Picture yourself entering a corporate meeting, team meeting, or business meeting. There you are sitting in the room, while someone in the “expert” or “boss” chair speaks to you or at you. There you are, not aligned with that person’s mission or vision. There you are, feeling apart from the process. There you are, lacking energy and the desire for being there. There you are, hearing what is going wrong and what you or your team or department needs to change or improve. How are you feeling?
Are you feeling a great connection to the meeting? Are you feeling enthusiastic about being in attendance at the meeting? Are you fully present at the meeting? Are you deeply tuned in and listening with your heart and your head? Are you inspired to co-create, participate, and contribute? Or, are you ready to fall asleep, or count the minutes of what you feel is wasted time?
My experience in my business and in coaching business clients is that the system of meetings, clearly, must change. Most meetings don’t include participant involvement and actually serve to tune people out rather than tune them in, and as a result, the intention of the meeting falls short of its purpose. In other words, they really can be a waste of precious company time.
The process of Meeting Alignment engages people in meetings and creates a desire for them to contribute and fully participate in these business meetings.
The Meeting Alignment Process and the results it creates include:
A desire to co-create: The purpose of a meeting isn’t to get across “your” agenda; it shifts to sharing your thoughts and hearing fully the thoughts and ideas of others to co-create the meeting purpose and actions.
Deep tuning in: Most meetings involves people talking and listening to themselves. The Meeting Alignment Process teaches people to fully listen with their hearts and to listen beyond the words to what is not said, to emotions, and to fully hear others.
The Meeting Alignment Process teaches techniques of being non-judgmental so that people can fully hear and support each other and let new ideas IN vs. rule out and defend against why things won’t work. It produces a safe environment in which people feel encouraged to participate.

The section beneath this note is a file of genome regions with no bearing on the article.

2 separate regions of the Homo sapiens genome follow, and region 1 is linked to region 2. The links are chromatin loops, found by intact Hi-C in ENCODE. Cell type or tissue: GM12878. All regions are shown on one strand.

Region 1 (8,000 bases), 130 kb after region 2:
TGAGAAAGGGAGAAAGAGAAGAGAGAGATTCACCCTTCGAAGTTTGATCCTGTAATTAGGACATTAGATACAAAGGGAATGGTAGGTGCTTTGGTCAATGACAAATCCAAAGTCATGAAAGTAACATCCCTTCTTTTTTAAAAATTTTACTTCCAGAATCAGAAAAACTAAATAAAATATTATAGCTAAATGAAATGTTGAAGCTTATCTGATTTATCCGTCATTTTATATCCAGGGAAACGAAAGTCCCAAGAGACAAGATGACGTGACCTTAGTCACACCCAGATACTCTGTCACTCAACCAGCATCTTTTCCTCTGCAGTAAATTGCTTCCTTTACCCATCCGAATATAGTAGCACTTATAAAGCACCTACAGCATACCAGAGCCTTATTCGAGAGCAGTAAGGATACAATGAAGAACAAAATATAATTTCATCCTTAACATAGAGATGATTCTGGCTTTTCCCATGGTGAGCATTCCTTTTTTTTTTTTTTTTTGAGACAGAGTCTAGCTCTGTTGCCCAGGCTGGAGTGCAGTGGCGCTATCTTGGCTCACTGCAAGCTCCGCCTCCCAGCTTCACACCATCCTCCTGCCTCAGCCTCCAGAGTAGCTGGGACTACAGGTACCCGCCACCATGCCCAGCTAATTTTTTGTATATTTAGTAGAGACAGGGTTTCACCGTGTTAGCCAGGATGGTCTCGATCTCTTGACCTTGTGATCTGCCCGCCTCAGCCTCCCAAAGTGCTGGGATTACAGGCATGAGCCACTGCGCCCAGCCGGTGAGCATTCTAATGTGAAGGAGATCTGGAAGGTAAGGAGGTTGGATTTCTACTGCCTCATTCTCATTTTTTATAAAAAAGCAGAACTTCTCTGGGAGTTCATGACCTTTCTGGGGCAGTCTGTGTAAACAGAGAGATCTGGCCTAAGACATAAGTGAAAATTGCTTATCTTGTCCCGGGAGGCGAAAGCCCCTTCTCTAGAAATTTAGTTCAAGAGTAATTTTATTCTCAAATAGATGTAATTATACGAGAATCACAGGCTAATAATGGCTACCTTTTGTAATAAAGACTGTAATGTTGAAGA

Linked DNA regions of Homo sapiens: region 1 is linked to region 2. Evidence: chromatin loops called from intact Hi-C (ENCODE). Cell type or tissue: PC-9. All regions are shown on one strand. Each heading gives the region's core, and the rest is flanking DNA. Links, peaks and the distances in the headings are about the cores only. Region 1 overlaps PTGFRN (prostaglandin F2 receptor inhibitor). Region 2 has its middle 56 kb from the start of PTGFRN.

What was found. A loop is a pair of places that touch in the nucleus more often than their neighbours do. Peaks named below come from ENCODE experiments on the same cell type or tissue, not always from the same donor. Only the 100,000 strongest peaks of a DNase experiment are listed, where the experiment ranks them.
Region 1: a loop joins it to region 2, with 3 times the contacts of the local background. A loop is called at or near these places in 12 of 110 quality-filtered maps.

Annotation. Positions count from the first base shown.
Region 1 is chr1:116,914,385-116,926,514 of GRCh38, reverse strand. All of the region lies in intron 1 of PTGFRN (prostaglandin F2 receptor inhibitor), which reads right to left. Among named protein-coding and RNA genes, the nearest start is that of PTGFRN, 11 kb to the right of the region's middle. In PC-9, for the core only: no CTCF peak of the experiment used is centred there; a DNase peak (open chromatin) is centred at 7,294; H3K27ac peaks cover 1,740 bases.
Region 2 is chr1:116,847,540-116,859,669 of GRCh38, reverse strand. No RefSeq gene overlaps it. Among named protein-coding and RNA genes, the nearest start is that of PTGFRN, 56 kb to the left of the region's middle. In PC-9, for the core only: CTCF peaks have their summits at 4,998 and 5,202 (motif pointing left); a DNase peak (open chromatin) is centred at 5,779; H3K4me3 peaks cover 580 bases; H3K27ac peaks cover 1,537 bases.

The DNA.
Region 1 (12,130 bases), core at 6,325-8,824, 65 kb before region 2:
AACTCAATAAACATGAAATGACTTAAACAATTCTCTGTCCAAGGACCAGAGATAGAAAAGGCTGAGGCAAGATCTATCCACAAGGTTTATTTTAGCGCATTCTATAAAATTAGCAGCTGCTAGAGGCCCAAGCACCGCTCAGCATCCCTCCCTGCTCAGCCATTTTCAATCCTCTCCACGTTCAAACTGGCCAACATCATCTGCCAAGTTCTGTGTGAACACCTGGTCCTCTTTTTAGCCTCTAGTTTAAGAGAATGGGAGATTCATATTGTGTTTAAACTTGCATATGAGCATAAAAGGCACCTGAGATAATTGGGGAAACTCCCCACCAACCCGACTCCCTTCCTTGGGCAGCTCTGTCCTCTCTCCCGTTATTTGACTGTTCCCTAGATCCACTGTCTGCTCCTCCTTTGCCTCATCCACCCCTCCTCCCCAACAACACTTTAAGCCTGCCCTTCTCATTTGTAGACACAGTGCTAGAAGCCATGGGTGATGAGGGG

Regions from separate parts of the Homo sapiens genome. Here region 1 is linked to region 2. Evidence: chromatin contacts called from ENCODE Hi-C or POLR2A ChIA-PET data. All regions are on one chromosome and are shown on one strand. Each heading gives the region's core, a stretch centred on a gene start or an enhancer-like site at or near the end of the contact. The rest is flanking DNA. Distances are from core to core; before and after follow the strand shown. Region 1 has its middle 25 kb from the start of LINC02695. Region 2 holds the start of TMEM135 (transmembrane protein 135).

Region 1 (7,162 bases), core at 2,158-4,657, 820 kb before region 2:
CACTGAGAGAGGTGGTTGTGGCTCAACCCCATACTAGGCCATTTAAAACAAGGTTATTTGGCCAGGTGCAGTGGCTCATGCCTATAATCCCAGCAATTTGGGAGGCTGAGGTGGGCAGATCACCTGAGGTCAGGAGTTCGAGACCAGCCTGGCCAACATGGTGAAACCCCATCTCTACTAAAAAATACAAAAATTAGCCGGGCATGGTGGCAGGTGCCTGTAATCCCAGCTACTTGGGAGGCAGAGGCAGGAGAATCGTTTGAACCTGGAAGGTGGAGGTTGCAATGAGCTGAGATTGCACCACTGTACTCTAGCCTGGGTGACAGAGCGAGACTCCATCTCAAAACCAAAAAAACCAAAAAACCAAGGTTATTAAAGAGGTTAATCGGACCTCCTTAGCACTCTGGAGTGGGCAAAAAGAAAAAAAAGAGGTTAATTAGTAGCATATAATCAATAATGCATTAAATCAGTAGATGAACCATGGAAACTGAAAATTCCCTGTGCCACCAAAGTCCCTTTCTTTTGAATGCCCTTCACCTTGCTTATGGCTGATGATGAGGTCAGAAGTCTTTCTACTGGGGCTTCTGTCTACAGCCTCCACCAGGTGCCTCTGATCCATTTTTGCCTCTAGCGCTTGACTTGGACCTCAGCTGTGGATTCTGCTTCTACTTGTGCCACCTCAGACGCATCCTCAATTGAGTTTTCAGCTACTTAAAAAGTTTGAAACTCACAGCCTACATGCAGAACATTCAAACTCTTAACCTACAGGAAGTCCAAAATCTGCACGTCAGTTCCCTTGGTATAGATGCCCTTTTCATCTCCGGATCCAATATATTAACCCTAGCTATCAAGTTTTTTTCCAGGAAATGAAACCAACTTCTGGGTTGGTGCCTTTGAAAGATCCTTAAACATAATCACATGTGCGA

Non-attachment: Many people think meetings are about a specific outcome occurring – the meeting holder’s outcome… that’s a surefire way to alienate people and result in them NOT wanting to support you. The Meeting Alignment Process allows for each person to give up “their” outcome and allows the meeting and solutions to unfold for the good of the entire group.
What’s wrong: Most meetings focus on problems, fixing problems, or informing people of change. The meeting needs to come from a place of asking what IS working and involve what IS the right type questions. These questions form the basis of creating a positive energy flow and opening up creativity. It’s the basic principle of encouraging a sense of positivity rather than negativity.
A framework of questions: Questions in this process focus on what is working, why it works, what would be the perfect ideal vision, and what isn’t quite right yet, and then, coming up with resources and inspired actions to create the outcome of the meeting.
Feel good! When people attend a meeting where EVERY idea is praised and contributions rewarded and people thanked and really appreciated for their contributions, this raises self-esteem, confidence, and morale. People want to participate in meetings that make them feel good, not only about the company they work for but about themselves and their role in it.
This process is effective in all companies and will work with all size groups. It requires a shift in the employer and leaders’ thinking, from managing and bossing and telling to coaching and co-creating and sharing. The effect is profound. People treated with value and respect, rise up to challenges. They are more excited to solve problems, participate in the mission and vision of the company, and create more productivity. They feel that the company’s success is their success. It motivates them to greater achievement.
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